OK - so in some ways this post is a little late, and runs the danger of no longer being topical. But sometimes I prefer to sit back and think about the issue for a bit longer before just shooting from the hip.
First with regards to the penalty - my belief is that it did not go far enough. Given that the covenant existed when the property was bought, the line should have been taken that this was a condition of the contract that the property was bought with. By cutting down the tree he has breached the contract and forfeited any right to the property. Sod the fine, take away the dirt completely and that would make pretty sure it would not happen again.
Should the covenant actually have existed - no. Effectively under the current regulations the Auckland City Council confiscates part of your land for the "crime" of allowing a tree to grow taller than 8 meters. This is fundamentally unjust, and in future is probably going to mean that people:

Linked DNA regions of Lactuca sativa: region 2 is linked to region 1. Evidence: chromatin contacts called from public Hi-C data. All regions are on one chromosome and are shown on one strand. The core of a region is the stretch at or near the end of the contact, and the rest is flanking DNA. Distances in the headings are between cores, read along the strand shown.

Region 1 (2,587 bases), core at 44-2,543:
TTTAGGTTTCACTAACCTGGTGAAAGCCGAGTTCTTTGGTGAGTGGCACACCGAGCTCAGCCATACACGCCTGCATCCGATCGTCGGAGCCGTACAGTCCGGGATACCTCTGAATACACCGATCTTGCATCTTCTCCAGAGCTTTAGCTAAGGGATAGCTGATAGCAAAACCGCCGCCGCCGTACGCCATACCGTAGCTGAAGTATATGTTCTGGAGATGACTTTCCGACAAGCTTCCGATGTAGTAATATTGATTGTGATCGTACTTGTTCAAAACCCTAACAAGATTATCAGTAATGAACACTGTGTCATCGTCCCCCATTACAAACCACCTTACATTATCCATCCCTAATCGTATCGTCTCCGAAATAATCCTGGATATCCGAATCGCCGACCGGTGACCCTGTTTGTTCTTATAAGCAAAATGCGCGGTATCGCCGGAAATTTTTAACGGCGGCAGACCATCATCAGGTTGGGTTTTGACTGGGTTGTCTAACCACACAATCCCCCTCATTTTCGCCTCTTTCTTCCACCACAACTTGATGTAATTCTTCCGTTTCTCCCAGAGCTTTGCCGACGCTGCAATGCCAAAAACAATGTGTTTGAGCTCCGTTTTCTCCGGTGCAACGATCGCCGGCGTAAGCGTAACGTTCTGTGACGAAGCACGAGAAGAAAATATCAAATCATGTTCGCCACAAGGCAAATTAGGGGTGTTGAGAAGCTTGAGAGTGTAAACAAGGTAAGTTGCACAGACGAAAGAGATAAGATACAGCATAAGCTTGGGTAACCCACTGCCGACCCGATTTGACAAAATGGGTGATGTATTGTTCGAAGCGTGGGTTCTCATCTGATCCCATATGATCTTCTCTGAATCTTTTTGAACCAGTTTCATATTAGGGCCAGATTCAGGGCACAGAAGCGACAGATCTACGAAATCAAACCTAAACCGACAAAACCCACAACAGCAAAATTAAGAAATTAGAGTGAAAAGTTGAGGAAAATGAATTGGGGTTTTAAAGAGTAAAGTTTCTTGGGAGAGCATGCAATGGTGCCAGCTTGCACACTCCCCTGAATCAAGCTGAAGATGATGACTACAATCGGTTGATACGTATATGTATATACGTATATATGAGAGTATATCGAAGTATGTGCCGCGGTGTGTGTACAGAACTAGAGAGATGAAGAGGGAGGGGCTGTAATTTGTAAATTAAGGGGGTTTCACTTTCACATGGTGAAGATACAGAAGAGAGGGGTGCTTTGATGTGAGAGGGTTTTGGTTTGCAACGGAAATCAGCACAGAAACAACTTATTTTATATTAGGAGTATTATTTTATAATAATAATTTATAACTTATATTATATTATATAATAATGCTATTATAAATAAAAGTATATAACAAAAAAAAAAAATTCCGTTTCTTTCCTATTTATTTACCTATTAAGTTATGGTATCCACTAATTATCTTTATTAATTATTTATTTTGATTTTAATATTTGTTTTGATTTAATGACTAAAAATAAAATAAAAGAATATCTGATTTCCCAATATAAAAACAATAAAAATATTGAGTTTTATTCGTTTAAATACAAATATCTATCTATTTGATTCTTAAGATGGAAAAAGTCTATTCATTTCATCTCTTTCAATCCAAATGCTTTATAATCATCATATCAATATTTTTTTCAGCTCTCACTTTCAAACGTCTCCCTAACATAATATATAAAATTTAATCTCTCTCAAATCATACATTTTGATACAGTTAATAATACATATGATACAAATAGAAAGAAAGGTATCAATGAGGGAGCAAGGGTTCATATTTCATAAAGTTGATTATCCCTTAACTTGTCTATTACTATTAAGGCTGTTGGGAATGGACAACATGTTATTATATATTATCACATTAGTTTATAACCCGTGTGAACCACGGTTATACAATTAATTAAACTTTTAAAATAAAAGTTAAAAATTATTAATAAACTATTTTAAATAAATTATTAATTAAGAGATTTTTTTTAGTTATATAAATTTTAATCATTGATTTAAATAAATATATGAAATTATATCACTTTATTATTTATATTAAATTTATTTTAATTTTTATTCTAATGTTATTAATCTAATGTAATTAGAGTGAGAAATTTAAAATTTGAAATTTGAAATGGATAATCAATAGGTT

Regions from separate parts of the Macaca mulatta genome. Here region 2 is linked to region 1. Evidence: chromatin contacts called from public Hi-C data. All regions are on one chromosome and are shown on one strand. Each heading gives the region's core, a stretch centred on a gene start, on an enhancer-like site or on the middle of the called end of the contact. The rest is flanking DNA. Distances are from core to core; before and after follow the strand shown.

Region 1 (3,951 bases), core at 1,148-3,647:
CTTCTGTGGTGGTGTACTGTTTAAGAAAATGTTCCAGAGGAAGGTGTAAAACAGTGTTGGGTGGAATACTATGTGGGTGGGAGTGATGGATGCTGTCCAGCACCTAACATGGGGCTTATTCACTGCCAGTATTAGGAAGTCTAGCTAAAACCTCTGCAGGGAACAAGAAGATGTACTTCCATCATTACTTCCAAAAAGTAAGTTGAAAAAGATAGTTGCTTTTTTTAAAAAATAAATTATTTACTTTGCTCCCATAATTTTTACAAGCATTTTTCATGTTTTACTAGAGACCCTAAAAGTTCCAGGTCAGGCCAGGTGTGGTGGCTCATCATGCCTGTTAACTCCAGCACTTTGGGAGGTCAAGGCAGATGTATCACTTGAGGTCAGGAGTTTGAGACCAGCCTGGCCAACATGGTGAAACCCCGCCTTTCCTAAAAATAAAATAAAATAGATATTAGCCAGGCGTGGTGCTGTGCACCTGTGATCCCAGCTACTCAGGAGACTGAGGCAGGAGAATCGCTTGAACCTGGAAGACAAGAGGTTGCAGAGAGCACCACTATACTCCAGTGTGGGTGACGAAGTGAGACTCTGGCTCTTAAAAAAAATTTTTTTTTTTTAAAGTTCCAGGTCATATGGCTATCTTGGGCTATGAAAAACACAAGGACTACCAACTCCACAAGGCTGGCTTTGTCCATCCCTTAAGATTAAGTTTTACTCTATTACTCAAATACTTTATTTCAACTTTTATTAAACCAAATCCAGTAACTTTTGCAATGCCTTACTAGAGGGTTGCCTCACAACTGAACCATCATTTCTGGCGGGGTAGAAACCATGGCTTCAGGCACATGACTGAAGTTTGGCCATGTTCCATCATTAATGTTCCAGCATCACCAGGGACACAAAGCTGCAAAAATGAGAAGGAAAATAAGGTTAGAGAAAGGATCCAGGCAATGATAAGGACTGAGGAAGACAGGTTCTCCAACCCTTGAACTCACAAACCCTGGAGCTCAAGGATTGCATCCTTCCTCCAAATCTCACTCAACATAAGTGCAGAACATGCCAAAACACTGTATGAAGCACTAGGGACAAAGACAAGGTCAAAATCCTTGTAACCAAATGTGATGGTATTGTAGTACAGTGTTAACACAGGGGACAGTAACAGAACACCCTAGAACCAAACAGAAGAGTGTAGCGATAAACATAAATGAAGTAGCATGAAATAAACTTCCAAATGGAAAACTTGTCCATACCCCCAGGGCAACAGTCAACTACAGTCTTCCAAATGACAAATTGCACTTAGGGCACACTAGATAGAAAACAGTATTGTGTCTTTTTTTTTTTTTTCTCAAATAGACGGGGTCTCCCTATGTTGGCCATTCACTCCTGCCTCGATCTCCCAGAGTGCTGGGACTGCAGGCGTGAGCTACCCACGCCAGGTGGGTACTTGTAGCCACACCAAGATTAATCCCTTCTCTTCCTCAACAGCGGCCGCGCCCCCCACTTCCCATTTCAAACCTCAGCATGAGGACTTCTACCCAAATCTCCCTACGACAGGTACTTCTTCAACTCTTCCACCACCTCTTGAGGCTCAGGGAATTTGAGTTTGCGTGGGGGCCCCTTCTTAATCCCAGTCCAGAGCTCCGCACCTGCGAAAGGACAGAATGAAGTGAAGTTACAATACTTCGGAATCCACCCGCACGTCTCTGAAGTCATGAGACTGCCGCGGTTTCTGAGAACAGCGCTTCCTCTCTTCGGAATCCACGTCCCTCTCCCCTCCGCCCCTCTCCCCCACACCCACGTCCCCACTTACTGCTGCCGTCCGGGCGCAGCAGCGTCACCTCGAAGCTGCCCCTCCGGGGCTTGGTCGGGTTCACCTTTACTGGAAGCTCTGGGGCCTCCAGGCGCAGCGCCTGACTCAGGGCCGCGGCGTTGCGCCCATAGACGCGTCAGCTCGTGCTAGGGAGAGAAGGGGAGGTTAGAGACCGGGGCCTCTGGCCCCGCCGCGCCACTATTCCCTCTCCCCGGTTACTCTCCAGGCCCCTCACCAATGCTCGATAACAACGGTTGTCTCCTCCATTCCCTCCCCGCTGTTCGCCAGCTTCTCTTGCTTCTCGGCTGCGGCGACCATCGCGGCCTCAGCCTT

1) plant less natives
2) never allow a tree to grow tall enough to reach protected status.
What should really happen? I believe that our large and historic trees are worthy of protection and are not exactly a replaceable commodity, so the need to apply for resource consent before destroying a large tree can stay. But the response to the consent either needs to be a yes (go ahead) or an offer to buy the tree (and whatever land is required to support it - with the required easement). IE the consent process is just used to give the opportunity for an offer to be made - not a perfect capitalist system, but a compromise I would be happy with. And I'm pretty sure most people would gladly sell their tree for EG $10,000? This can be funded either through specific fund raising for that tree - or more likely funded from the parks / nature budget.
In Brisbane there is a seperate charge as part of the rates that is dedicated to buying back land and putting in greenbelts. Personally I think this is a great idea - and the concept can easily be spread to buying back specific trees.